After Arman passed away, did you know you would continue his legacy? How has it evolved since then?

It was always something I wanted to continue. I would like to continue buying the art, and I try to in my own small way, but I do not have the knowledge that Arman had, because he would do a tremendous amount of research whenever he purchased a piece.

Have you tried to focus on specific areas where you can have the most impact? How do you decide what to support?

I support the Museum for African Art, where I’m a board member. I also support anything having to do with children that will give them a better quality of life. We owe that much to our children – we owe them that start. At one point, through the Guggenheim, Arman and I had set up a studio within his own studio with posters of other artists on the walls and tables with paint and pallets for the visiting school children to show them the diversity in art and to allow them to explore their own natural artistic ability and get more involved.

Looking ahead, what is your main focus?

We are making grants and hoping to create a foundation where a young artist can come in and focus on working in Armans’ studio, which I will maintain, for maybe around six months. I haven’t quite figured it out yet, but it’s one of my dreams and plans to do that.

In addition, in 2007, I went to Israel to see friends of mine who funded the new wing for the sciences and research on the campus of the Ben-Gurion University of the Negev, founded in 1969. It was also the anniversary of Ben-Gurion’s death, and there was a very moving ceremony in the presence of Shimon Peres. I was so inspired by the speeches that when we moved inside for lunch and noticed the bare walls, I decided, then and there, to donate about 30 works. There will be a ceremony to unveil them next May. Also, Arman and I have always been friends with and have supported the Tel Aviv Museum.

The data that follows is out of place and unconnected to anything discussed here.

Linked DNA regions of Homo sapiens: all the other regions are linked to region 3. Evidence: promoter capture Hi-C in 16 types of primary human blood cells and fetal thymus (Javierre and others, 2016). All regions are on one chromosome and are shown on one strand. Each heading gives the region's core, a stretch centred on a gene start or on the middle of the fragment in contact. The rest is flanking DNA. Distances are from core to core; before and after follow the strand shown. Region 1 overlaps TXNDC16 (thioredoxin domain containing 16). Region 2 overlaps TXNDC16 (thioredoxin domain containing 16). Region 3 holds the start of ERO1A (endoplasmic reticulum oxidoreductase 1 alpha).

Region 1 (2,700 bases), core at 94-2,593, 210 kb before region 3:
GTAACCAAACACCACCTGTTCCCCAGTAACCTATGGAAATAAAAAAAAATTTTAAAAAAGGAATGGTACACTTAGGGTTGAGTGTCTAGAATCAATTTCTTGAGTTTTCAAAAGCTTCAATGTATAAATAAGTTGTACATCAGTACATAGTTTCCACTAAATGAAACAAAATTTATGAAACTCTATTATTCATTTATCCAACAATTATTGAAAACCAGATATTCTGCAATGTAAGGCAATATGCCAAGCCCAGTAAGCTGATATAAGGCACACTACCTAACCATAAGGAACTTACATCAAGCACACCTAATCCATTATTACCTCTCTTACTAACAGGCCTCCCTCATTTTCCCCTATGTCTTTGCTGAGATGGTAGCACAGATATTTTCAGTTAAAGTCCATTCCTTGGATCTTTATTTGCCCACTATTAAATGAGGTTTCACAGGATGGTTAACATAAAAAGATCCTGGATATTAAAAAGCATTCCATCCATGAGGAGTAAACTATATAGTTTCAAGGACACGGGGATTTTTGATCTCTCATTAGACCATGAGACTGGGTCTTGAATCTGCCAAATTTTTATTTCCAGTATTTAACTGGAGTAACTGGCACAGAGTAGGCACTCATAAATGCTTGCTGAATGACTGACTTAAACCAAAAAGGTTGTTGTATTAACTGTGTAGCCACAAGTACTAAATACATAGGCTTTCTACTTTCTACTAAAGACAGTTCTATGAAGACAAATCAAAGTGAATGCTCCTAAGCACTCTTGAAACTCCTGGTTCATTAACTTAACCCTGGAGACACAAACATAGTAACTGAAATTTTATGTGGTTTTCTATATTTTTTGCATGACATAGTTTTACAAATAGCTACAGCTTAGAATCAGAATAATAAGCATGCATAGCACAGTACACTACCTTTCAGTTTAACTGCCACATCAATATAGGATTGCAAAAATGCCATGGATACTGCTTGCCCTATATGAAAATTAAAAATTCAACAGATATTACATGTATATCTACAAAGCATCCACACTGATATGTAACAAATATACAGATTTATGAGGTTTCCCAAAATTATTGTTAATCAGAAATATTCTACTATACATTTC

In September 2010, a retrospective of Armans’ work will be exhibited at the Georges Pompidou Centre in Paris. It is my goal to have venues for the exhibition in New York and in other museums and institutions around the world. Right now, there is a great show called “Look Again” at the Marlborough Galleries, which is a group show including some of Arman’s works. His work is in many museums all over the world in permanent collections, including at the Museum of Modern Art, New York and others.

I am in the process of shaping the framework for the creation of a scholarship in Armans’ name for two universities in New York proper.

Did he ever create pieces that were so close to his heart that he didn’t want to part with them?

There were pieces he created that were so close to my heart that I wanted to keep, but we also had to make a living. However, over the years, we’ve been buying his early works back with a vengeance, thankfully not for the price he sold them for, because our long-term plan was to have a core of works that we can loan to itinerant museum exhibitions. Arman was very philosophical. He left me his legacy, which I feel very close to, and he was also very realistic. He stated that, in 30 years from now, if my work is not appreciated, so be it. That’s how it is. You do what you need to do.